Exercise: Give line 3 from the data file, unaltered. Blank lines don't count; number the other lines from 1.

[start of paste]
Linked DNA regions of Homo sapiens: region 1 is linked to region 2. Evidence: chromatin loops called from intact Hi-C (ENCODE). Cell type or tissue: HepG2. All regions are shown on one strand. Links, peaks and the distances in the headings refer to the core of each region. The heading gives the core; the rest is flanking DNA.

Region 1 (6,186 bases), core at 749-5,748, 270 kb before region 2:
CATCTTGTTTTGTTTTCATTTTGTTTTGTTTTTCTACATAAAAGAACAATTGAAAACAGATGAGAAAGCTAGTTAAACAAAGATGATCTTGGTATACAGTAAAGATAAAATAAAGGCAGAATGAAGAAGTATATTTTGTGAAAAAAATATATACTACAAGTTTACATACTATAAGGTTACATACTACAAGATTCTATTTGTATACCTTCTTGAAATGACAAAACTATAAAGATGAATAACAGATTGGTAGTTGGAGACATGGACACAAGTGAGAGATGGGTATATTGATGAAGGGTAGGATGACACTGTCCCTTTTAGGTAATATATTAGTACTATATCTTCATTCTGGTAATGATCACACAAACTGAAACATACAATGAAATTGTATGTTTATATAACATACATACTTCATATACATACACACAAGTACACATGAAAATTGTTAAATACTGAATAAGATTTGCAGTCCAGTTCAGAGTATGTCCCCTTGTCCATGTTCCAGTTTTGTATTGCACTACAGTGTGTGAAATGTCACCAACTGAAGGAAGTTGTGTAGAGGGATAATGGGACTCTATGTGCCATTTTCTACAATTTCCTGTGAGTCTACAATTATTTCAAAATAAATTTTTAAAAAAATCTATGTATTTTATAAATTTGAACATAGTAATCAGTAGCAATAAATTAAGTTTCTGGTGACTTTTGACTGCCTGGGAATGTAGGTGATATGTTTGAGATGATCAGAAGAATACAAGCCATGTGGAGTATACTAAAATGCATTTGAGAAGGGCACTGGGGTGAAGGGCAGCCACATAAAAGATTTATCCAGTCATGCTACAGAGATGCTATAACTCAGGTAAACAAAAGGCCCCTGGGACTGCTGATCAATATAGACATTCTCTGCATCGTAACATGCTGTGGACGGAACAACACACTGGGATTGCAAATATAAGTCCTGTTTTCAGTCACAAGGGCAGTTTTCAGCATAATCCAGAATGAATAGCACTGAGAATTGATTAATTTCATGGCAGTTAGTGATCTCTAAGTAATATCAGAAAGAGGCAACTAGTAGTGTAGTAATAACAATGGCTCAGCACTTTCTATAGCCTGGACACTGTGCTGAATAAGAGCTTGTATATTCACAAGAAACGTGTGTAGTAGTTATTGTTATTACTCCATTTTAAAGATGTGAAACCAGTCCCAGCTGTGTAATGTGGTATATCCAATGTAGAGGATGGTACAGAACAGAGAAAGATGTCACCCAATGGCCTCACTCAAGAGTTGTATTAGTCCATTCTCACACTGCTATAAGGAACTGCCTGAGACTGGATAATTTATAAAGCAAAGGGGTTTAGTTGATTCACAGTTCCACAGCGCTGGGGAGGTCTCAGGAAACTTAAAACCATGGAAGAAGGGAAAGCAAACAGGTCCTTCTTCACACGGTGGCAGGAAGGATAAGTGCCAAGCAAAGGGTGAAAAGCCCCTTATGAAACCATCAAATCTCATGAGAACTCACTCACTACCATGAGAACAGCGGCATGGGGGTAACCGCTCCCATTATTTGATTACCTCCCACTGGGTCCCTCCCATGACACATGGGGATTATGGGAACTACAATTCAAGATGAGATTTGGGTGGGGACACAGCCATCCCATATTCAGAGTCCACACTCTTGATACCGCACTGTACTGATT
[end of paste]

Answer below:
CATCTTGTTTTGTTTTCATTTTGTTTTGTTTTTCTACATAAAAGAACAATTGAAAACAGATGAGAAAGCTAGTTAAACAAAGATGATCTTGGTATACAGTAAAGATAAAATAAAGGCAGAATGAAGAAGTATATTTTGTGAAAAAAATATATACTACAAGTTTACATACTATAAGGTTACATACTACAAGATTCTATTTGTATACCTTCTTGAAATGACAAAACTATAAAGATGAATAACAGATTGGTAGTTGGAGACATGGACACAAGTGAGAGATGGGTATATTGATGAAGGGTAGGATGACACTGTCCCTTTTAGGTAATATATTAGTACTATATCTTCATTCTGGTAATGATCACACAAACTGAAACATACAATGAAATTGTATGTTTATATAACATACATACTTCATATACATACACACAAGTACACATGAAAATTGTTAAATACTGAATAAGATTTGCAGTCCAGTTCAGAGTATGTCCCCTTGTCCATGTTCCAGTTTTGTATTGCACTACAGTGTGTGAAATGTCACCAACTGAAGGAAGTTGTGTAGAGGGATAATGGGACTCTATGTGCCATTTTCTACAATTTCCTGTGAGTCTACAATTATTTCAAAATAAATTTTTAAAAAAATCTATGTATTTTATAAATTTGAACATAGTAATCAGTAGCAATAAATTAAGTTTCTGGTGACTTTTGACTGCCTGGGAATGTAGGTGATATGTTTGAGATGATCAGAAGAATACAAGCCATGTGGAGTATACTAAAATGCATTTGAGAAGGGCACTGGGGTGAAGGGCAGCCACATAAAAGATTTATCCAGTCATGCTACAGAGATGCTATAACTCAGGTAAACAAAAGGCCCCTGGGACTGCTGATCAATATAGACATTCTCTGCATCGTAACATGCTGTGGACGGAACAACACACTGGGATTGCAAATATAAGTCCTGTTTTCAGTCACAAGGGCAGTTTTCAGCATAATCCAGAATGAATAGCACTGAGAATTGATTAATTTCATGGCAGTTAGTGATCTCTAAGTAATATCAGAAAGAGGCAACTAGTAGTGTAGTAATAACAATGGCTCAGCACTTTCTATAGCCTGGACACTGTGCTGAATAAGAGCTTGTATATTCACAAGAAACGTGTGTAGTAGTTATTGTTATTACTCCATTTTAAAGATGTGAAACCAGTCCCAGCTGTGTAATGTGGTATATCCAATGTAGAGGATGGTACAGAACAGAGAAAGATGTCACCCAATGGCCTCACTCAAGAGTTGTATTAGTCCATTCTCACACTGCTATAAGGAACTGCCTGAGACTGGATAATTTATAAAGCAAAGGGGTTTAGTTGATTCACAGTTCCACAGCGCTGGGGAGGTCTCAGGAAACTTAAAACCATGGAAGAAGGGAAAGCAAACAGGTCCTTCTTCACACGGTGGCAGGAAGGATAAGTGCCAAGCAAAGGGTGAAAAGCCCCTTATGAAACCATCAAATCTCATGAGAACTCACTCACTACCATGAGAACAGCGGCATGGGGGTAACCGCTCCCATTATTTGATTACCTCCCACTGGGTCCCTCCCATGACACATGGGGATTATGGGAACTACAATTCAAGATGAGATTTGGGTGGGGACACAGCCATCCCATATTCAGAGTCCACACTCTTGATACCGCACTGTACTGATT